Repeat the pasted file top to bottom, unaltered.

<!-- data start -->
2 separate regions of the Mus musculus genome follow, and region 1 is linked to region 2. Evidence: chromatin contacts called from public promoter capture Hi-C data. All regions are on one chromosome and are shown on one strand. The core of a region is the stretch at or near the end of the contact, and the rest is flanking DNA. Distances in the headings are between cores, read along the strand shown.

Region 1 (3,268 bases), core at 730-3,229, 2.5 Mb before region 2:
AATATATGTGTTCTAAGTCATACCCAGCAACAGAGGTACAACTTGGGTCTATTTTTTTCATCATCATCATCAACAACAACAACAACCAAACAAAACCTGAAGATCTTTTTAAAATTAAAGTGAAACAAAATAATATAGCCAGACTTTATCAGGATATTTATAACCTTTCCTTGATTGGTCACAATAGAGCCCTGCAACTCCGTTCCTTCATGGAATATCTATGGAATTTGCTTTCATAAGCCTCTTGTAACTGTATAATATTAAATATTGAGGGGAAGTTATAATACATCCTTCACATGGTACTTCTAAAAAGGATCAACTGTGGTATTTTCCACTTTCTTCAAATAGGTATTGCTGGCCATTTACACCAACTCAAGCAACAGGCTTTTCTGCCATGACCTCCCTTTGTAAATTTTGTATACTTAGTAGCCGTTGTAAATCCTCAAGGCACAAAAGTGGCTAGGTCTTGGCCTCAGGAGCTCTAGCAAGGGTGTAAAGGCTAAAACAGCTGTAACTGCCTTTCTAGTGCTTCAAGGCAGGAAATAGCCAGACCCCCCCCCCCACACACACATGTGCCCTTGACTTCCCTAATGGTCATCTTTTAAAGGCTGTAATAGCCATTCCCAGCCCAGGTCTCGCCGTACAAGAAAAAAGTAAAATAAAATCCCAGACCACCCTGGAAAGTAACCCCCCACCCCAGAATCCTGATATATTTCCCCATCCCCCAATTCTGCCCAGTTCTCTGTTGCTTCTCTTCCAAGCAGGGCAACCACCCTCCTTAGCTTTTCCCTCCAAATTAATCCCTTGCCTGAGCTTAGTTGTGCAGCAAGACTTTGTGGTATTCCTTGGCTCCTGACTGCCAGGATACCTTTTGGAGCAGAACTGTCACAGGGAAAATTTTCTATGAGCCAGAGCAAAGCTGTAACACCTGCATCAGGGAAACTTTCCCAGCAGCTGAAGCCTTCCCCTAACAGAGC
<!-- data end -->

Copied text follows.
2 separate regions of the Mus musculus genome follow, and region 1 is linked to region 2. Evidence: chromatin contacts called from public promoter capture Hi-C data. All regions are on one chromosome and are shown on one strand. The core of a region is the stretch at or near the end of the contact, and the rest is flanking DNA. Distances in the headings are between cores, read along the strand shown.

Region 1 (3,268 bases), core at 730-3,229, 2.5 Mb before region 2:
AATATATGTGTTCTAAGTCATACCCAGCAACAGAGGTACAACTTGGGTCTATTTTTTTCATCATCATCATCAACAACAACAACAACCAAACAAAACCTGAAGATCTTTTTAAAATTAAAGTGAAACAAAATAATATAGCCAGACTTTATCAGGATATTTATAACCTTTCCTTGATTGGTCACAATAGAGCCCTGCAACTCCGTTCCTTCATGGAATATCTATGGAATTTGCTTTCATAAGCCTCTTGTAACTGTATAATATTAAATATTGAGGGGAAGTTATAATACATCCTTCACATGGTACTTCTAAAAAGGATCAACTGTGGTATTTTCCACTTTCTTCAAATAGGTATTGCTGGCCATTTACACCAACTCAAGCAACAGGCTTTTCTGCCATGACCTCCCTTTGTAAATTTTGTATACTTAGTAGCCGTTGTAAATCCTCAAGGCACAAAAGTGGCTAGGTCTTGGCCTCAGGAGCTCTAGCAAGGGTGTAAAGGCTAAAACAGCTGTAACTGCCTTTCTAGTGCTTCAAGGCAGGAAATAGCCAGACCCCCCCCCCCACACACACATGTGCCCTTGACTTCCCTAATGGTCATCTTTTAAAGGCTGTAATAGCCATTCCCAGCCCAGGTCTCGCCGTACAAGAAAAAAGTAAAATAAAATCCCAGACCACCCTGGAAAGTAACCCCCCACCCCAGAATCCTGATATATTTCCCCATCCCCCAATTCTGCCCAGTTCTCTGTTGCTTCTCTTCCAAGCAGGGCAACCACCCTCCTTAGCTTTTCCCTCCAAATTAATCCCTTGCCTGAGCTTAGTTGTGCAGCAAGACTTTGTGGTATTCCTTGGCTCCTGACTGCCAGGATACCTTTTGGAGCAGAACTGTCACAGGGAAAATTTTCTATGAGCCAGAGCAAAGCTGTAACACCTGCATCAGGGAAACTTTCCCAGCAGCTGAAGCCTTCCCCTAACAGAGC